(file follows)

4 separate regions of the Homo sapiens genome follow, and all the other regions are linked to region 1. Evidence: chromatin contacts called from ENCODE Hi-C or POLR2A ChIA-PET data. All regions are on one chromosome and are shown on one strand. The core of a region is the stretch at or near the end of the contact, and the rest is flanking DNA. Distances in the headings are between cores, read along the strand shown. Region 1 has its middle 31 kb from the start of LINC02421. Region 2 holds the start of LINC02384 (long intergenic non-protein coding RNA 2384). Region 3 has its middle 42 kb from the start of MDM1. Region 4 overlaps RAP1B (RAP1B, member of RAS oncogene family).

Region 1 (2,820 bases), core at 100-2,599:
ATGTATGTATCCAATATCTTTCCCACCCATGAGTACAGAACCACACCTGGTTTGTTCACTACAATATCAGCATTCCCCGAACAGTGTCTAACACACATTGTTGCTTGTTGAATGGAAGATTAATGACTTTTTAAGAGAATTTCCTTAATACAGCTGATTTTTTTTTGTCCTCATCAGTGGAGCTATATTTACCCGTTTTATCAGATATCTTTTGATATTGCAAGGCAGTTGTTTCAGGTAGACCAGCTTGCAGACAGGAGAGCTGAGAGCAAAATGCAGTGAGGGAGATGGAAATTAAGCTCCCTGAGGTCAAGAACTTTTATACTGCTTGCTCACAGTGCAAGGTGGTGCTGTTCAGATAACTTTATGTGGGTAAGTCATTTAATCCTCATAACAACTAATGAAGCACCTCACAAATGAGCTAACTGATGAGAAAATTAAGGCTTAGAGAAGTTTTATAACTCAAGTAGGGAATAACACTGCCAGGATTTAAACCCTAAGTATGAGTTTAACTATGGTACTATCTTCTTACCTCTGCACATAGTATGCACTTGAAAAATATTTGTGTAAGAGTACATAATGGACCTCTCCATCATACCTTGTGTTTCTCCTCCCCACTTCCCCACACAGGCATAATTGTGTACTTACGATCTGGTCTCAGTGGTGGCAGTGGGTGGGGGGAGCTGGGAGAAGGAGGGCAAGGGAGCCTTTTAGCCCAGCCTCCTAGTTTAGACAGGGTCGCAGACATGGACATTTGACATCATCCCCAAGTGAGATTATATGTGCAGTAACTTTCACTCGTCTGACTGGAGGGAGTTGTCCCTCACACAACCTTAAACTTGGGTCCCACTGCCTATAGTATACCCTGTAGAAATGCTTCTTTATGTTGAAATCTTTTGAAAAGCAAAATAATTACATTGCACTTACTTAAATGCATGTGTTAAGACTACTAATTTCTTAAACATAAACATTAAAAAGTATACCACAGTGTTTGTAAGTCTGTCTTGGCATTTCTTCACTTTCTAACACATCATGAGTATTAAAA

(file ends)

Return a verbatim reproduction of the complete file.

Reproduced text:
4 separate regions of the Homo sapiens genome follow, and all the other regions are linked to region 1. Evidence: chromatin contacts called from ENCODE Hi-C or POLR2A ChIA-PET data. All regions are on one chromosome and are shown on one strand. The core of a region is the stretch at or near the end of the contact, and the rest is flanking DNA. Distances in the headings are between cores, read along the strand shown. Region 1 has its middle 31 kb from the start of LINC02421. Region 2 holds the start of LINC02384 (long intergenic non-protein coding RNA 2384). Region 3 has its middle 42 kb from the start of MDM1. Region 4 overlaps RAP1B (RAP1B, member of RAS oncogene family).

Region 1 (2,820 bases), core at 100-2,599:
ATGTATGTATCCAATATCTTTCCCACCCATGAGTACAGAACCACACCTGGTTTGTTCACTACAATATCAGCATTCCCCGAACAGTGTCTAACACACATTGTTGCTTGTTGAATGGAAGATTAATGACTTTTTAAGAGAATTTCCTTAATACAGCTGATTTTTTTTTGTCCTCATCAGTGGAGCTATATTTACCCGTTTTATCAGATATCTTTTGATATTGCAAGGCAGTTGTTTCAGGTAGACCAGCTTGCAGACAGGAGAGCTGAGAGCAAAATGCAGTGAGGGAGATGGAAATTAAGCTCCCTGAGGTCAAGAACTTTTATACTGCTTGCTCACAGTGCAAGGTGGTGCTGTTCAGATAACTTTATGTGGGTAAGTCATTTAATCCTCATAACAACTAATGAAGCACCTCACAAATGAGCTAACTGATGAGAAAATTAAGGCTTAGAGAAGTTTTATAACTCAAGTAGGGAATAACACTGCCAGGATTTAAACCCTAAGTATGAGTTTAACTATGGTACTATCTTCTTACCTCTGCACATAGTATGCACTTGAAAAATATTTGTGTAAGAGTACATAATGGACCTCTCCATCATACCTTGTGTTTCTCCTCCCCACTTCCCCACACAGGCATAATTGTGTACTTACGATCTGGTCTCAGTGGTGGCAGTGGGTGGGGGGAGCTGGGAGAAGGAGGGCAAGGGAGCCTTTTAGCCCAGCCTCCTAGTTTAGACAGGGTCGCAGACATGGACATTTGACATCATCCCCAAGTGAGATTATATGTGCAGTAACTTTCACTCGTCTGACTGGAGGGAGTTGTCCCTCACACAACCTTAAACTTGGGTCCCACTGCCTATAGTATACCCTGTAGAAATGCTTCTTTATGTTGAAATCTTTTGAAAAGCAAAATAATTACATTGCACTTACTTAAATGCATGTGTTAAGACTACTAATTTCTTAAACATAAACATTAAAAAGTATACCACAGTGTTTGTAAGTCTGTCTTGGCATTTCTTCACTTTCTAACACATCATGAGTATTAAAA